Quantize and run EXL2 models

Maxime Labonne
Towards Data Science
ExLlamaV2: The Fastest Library to Run LLMs - image  on https://aiquantumintelligence.com
Image by author

Quantizing Large Language Models (LLMs) is the most popular approach to reduce the size of these models and speed up inference. Among these techniques, GPTQ delivers amazing performance on GPUs. Compared to unquantized models, this method uses almost 3 times less VRAM while providing a similar level of accuracy and faster generation. It became so popular that it has recently been directly integrated into the transformers library.

ExLlamaV2 is a library designed to squeeze even more performance out of GPTQ. Thanks to new kernels, it’s optimized for (blazingly) fast inference. It also introduces a new quantization format, EXL2, which brings a lot of flexibility to how weights are stored.

In this article, we will see how to quantize base models in the EXL2 format and how to run them. As usual, the code is available on GitHub and Google Colab.

To start our exploration, we need to install the ExLlamaV2 library. In this case, we want to be able to use some scripts contained in the repo, which is why we will install it from source as follows:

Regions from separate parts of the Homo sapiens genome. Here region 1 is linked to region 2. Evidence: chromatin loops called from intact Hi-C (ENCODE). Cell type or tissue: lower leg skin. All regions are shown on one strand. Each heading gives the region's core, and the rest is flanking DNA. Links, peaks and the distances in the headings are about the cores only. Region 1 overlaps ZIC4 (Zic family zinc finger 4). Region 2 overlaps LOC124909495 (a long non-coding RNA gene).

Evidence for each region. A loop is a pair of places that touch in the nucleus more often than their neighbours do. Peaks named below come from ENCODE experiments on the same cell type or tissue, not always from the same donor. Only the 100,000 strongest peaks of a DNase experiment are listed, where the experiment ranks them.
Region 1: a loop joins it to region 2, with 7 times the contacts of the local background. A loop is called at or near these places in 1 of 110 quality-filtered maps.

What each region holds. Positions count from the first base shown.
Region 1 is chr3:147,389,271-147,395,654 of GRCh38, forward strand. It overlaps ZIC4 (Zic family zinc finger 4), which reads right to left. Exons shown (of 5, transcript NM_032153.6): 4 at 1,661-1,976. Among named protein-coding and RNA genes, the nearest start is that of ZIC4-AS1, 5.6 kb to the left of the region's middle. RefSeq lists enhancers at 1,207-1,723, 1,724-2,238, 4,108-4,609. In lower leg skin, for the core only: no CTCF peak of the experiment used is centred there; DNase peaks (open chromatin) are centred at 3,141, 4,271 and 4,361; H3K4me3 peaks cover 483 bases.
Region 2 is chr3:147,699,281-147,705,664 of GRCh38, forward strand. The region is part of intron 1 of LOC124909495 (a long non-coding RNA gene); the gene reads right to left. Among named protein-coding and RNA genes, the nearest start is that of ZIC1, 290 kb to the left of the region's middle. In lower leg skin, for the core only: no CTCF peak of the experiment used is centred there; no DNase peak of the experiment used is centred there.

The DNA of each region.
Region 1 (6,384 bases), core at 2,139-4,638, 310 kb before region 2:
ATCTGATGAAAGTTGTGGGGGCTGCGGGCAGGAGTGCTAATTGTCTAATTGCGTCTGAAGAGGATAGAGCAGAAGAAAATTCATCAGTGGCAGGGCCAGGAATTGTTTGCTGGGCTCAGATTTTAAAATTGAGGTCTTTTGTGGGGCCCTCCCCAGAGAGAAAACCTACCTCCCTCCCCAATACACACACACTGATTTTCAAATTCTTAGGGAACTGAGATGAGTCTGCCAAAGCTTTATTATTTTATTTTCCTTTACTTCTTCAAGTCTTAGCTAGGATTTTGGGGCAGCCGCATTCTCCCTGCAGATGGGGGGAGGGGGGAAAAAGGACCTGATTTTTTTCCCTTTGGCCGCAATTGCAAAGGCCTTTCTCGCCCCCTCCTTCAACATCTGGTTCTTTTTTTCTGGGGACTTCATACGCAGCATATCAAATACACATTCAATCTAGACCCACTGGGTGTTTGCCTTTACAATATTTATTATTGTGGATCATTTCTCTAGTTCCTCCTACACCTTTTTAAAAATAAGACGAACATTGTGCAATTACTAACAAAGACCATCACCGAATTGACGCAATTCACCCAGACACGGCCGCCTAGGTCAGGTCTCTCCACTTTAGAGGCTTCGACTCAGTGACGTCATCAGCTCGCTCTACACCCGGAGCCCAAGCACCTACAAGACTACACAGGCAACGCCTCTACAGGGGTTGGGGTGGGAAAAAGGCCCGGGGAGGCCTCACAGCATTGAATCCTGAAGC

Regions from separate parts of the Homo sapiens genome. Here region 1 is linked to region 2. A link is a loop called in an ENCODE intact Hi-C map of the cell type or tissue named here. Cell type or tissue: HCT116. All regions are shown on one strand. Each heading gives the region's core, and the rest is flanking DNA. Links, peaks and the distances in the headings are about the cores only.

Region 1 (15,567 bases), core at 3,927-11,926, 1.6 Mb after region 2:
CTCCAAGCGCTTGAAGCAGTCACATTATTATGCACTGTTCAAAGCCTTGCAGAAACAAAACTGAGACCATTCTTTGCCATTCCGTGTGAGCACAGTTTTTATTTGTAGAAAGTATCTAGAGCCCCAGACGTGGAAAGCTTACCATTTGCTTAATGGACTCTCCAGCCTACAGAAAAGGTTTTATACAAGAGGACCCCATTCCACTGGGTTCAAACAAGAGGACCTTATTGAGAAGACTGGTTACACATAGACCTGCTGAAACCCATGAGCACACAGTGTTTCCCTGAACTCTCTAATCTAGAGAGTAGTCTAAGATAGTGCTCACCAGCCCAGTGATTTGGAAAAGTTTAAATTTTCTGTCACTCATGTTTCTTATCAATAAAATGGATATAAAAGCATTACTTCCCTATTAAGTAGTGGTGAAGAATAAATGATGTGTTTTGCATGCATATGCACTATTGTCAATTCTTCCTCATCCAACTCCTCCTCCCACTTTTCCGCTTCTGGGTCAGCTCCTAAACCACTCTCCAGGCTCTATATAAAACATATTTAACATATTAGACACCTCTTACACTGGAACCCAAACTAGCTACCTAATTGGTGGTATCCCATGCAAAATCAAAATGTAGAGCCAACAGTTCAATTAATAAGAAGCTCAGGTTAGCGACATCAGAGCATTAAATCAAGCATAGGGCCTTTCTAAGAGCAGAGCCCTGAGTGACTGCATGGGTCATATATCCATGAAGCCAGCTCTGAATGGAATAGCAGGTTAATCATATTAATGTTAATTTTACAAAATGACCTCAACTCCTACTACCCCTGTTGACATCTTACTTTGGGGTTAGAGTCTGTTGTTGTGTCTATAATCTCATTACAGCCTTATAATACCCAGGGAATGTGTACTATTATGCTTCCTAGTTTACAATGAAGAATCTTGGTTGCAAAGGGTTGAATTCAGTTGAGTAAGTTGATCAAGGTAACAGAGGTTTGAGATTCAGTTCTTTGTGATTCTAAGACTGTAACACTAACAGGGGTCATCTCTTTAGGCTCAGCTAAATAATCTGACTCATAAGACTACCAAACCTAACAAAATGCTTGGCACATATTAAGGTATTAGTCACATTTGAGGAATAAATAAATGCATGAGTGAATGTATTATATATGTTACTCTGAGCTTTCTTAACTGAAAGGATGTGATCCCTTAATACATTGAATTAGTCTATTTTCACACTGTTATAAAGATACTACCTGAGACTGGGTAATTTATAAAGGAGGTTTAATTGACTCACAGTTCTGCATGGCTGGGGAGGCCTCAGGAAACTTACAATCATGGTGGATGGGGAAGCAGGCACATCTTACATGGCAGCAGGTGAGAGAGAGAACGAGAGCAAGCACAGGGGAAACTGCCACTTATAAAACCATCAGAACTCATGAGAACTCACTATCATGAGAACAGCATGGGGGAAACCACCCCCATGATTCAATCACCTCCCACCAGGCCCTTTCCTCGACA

git clone https://github.com/turboderp/exllamav2
pip install exllamav2

Now that ExLlamaV2 is installed, we need to download the model we want to quantize in this format. Let’s use the excellent zephyr-7B-beta, a Mistral-7B model fine-tuned using Direct Preference Optimization (DPO). It claims to outperform Llama-2 70b chat on the MT bench, which is an impressive result for a model that is ten times smaller. You can try out the base Zephyr model using this space.

We download zephyr-7B-beta using the following command (this can take a while since the model is about 15 GB):

git lfs install
git clone https://huggingface.co/HuggingFaceH4/zephyr-7b-beta

GPTQ also requires a calibration dataset, which is used to measure the impact of the quantization process by comparing the outputs of the base model and its quantized version. We will use the wikitext dataset and directly download the test file as follows: